Concordia. Mit Heinr. Pipping's Hist. theol. Einl. zu den symb. Schriften der Evang. Luth. Kirchen. Leipz. 1703, 4to; 2te Ausg. mit Christ. Weissen's Schlussrede. Leipz. 1739, 4to.
Christliches Concordienbuch, etc., von Siegm. Jac. Baumgarten. Halle, 1747, 2 vols. 8vo.
Christl. Concordienbuch mit der Leipziger Theol. Facultaet Vorrede. Wittenberg, 1760, 8vo; 1766, 1789.
Die Symb. Bücher der Ev. Luth. Kirche, etc., von J. W. Schöpff. Dresden, 1826–27, 8vo.
Concordia. Die Symb. Bücher der ev. luth. Kirche, etc., von F. A. Koethe. Leipzig, 1830, 8vo.
Evangel. Concordienbuch, etc., von J. A. Detzer. Nürnberg, 1830, 1842, 1847.
Evangel. Concordienbuch, etc., von Fr. W. Bodemann. Hanover, 1843.
Christliches Concordienbuch, New York, 1854.
(3.) German-Latin Editions.
Concordia. Germanico-Latina ad optima et antiquissima exempla recognita, adjectis fideliter allegator. dictor. S. Scr. capitibus et vers. et testimoniorum P. P. aliorumque Scriptorum locis. . . . cum approbatione Facult. Theol. Lips. Wittenb. et Rostoch. Studio Ch. Reineccii. Lips. 1708, 4to; 1735.
Christliches Concordienbuch. Deutsch und Lateinisch mit historischen Einleitungen J. G. Walch's. Jena, 1750, 8vo.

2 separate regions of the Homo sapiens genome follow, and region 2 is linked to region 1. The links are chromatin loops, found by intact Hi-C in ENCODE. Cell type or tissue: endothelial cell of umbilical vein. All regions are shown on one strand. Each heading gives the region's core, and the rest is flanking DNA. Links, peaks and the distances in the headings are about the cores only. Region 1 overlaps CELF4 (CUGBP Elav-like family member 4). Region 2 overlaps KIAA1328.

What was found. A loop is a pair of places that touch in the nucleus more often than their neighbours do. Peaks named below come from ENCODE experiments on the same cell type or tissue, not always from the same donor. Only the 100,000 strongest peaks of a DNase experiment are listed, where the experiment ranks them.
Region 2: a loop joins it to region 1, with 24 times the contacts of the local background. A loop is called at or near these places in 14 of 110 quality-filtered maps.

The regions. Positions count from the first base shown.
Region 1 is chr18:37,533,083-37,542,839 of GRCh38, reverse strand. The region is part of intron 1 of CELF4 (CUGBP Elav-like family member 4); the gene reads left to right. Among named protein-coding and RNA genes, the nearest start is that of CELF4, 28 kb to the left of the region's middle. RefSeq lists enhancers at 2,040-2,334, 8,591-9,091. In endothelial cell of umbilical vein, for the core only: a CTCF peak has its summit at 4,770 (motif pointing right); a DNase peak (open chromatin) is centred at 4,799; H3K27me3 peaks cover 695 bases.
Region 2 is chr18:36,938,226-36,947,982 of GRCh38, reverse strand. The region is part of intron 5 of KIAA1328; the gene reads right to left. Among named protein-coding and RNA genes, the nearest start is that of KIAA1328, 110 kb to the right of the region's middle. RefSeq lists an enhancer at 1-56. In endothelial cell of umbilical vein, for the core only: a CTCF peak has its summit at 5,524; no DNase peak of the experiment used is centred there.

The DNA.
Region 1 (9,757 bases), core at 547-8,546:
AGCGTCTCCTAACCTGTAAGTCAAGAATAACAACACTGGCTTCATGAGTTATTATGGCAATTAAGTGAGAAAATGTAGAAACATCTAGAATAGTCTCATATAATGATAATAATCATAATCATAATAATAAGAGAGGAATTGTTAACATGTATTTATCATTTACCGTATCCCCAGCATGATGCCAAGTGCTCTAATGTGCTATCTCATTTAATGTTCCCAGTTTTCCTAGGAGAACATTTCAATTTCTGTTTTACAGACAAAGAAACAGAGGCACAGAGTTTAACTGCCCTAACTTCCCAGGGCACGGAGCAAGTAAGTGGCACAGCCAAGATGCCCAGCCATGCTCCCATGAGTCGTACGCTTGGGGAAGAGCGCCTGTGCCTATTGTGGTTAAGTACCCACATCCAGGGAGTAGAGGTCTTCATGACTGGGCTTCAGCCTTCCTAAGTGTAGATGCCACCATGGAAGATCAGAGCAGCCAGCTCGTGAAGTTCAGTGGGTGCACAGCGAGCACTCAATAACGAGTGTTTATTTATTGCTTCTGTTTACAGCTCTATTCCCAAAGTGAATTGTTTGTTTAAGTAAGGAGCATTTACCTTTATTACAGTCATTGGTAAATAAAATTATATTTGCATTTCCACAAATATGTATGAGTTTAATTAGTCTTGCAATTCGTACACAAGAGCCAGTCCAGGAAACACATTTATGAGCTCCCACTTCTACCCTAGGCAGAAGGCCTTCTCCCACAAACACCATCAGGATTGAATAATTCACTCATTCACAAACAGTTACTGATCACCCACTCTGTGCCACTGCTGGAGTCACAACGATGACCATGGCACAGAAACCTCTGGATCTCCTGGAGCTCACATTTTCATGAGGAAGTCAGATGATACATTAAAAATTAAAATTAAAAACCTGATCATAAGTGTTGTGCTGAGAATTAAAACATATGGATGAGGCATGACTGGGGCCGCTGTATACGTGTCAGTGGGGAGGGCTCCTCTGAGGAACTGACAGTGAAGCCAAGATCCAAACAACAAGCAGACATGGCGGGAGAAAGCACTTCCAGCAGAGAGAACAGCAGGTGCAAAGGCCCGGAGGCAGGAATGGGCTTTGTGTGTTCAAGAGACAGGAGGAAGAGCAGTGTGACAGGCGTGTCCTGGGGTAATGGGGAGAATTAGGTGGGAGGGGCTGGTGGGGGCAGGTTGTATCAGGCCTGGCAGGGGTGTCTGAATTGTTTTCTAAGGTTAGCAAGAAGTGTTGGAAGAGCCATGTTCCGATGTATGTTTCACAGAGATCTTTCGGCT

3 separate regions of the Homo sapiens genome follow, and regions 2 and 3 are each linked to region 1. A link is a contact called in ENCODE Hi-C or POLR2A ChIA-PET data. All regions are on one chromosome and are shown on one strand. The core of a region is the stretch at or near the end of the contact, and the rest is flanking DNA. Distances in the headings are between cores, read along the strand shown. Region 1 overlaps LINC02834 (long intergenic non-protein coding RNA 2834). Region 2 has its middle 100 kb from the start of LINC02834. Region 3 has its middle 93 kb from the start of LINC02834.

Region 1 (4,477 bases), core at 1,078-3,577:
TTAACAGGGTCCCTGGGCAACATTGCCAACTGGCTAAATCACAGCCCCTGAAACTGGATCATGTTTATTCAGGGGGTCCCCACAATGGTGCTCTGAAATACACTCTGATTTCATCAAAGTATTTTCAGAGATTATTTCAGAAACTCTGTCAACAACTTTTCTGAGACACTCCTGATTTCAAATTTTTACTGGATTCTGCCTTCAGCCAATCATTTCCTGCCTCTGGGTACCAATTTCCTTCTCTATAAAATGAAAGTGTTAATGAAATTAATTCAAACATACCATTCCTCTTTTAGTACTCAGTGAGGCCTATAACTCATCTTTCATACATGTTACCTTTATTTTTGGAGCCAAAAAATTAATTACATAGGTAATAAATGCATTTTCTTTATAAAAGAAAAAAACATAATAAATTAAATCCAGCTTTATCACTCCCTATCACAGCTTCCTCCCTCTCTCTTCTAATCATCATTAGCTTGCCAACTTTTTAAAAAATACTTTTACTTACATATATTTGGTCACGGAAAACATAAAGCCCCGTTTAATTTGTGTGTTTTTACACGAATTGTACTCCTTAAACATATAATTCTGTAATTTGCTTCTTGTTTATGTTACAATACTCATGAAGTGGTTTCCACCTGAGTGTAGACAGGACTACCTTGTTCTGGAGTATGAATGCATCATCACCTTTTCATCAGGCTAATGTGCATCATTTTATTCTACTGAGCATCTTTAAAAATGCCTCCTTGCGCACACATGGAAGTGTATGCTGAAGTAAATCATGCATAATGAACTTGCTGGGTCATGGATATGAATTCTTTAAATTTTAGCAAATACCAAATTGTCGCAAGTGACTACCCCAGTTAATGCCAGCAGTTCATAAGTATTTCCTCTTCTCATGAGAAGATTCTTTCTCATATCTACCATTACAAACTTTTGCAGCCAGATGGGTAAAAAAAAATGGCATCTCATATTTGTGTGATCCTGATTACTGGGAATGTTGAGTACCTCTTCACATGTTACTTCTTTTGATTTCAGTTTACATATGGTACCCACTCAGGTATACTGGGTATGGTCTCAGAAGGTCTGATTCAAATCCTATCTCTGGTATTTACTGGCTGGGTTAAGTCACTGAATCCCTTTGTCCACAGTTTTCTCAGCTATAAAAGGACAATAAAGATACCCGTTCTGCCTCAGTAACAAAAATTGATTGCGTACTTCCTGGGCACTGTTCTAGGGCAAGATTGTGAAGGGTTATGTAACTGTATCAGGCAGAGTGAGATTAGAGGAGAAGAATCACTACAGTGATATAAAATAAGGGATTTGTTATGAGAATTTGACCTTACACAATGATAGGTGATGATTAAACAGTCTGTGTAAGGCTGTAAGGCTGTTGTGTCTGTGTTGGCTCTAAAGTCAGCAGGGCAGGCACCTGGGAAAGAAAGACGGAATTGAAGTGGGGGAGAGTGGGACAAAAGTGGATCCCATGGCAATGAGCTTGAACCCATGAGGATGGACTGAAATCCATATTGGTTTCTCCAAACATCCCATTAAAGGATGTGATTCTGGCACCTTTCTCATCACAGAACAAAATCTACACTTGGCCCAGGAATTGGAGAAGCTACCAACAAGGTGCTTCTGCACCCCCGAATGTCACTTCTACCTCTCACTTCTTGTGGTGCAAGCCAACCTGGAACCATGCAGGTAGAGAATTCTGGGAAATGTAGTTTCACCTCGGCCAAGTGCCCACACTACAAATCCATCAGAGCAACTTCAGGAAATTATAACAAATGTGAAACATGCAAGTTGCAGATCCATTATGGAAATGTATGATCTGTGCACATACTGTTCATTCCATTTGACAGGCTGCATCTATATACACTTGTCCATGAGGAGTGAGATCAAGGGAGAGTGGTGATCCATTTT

Die Symbolischen Bücher der Evang. Luther. Kirche, deutsch und lateinisch, etc., von J. F. Müller (of Windsbach, Bavaria), 1847; 3d ed. Stuttgart, 1869. (A very useful edition.)
Dutch: Concordiaof Lutersche Geloofs Belydenis in’t licht gegeven door Zach. Dezius. Rotterdam, 1715, 8vo.
Swedish: Libri Concordiæ Versio Suecica, Christeliga, Enhelliga, och Uprepade och Läras, etc. Norköping, 1730, 4to.
English: The Christian Book of Concord, or Symbolical Book of the Evangelical Lutheran Church, translated by Ambrose and Socrates Henkel (two Lutheran clergymen of Virginia), with the assistance of several other Lutheran clergymen. Newmarket, Virginia, 1851; 2d ed. revised, 1854. This is the first and only complete English edition of the Book of Concord; but the translation (made from the German) is not sufficiently idiomatic.
II. Historical and Critical Works on the Lutheran Symbols in General.
Jo. Benedict Carpzov: Isagoge in libros ecclesiarum Lutheranarum symbolicos. Opus posthumum a J. Oleario: Continuatum ed. J. B. Carpzov (filius). Lipsiæ, 1665, 4to; 1675, 1691, 1699, 1725.
Jo. Georg Walch: Introductio in libros Ecclesiæ Lutheranæ symbolicos, observationibus historicis et theologicis illustrata. Jenæ, 1732, 4to.
J. Albr. Fabricius: Centifolium Lutheranum. Hamb. 1728–30, 2 vols. 8vo.
S. J. Baumgarten: Erleuterungen der im christlichen Concordienbuch enthaltenen symbolischen Schriften der evang. luth. Kirche, nebst einem Anhange von den übrigen Bekenntnissen und feierlichen Lehrbüchern in gedachter Kirche. Halle, 1747.
J. Christoph. Kœcher: Bibliotheca theologiæ symbolicæ et catecheticæ. Guelph. et Jenæ, 1751–69, 2 vols.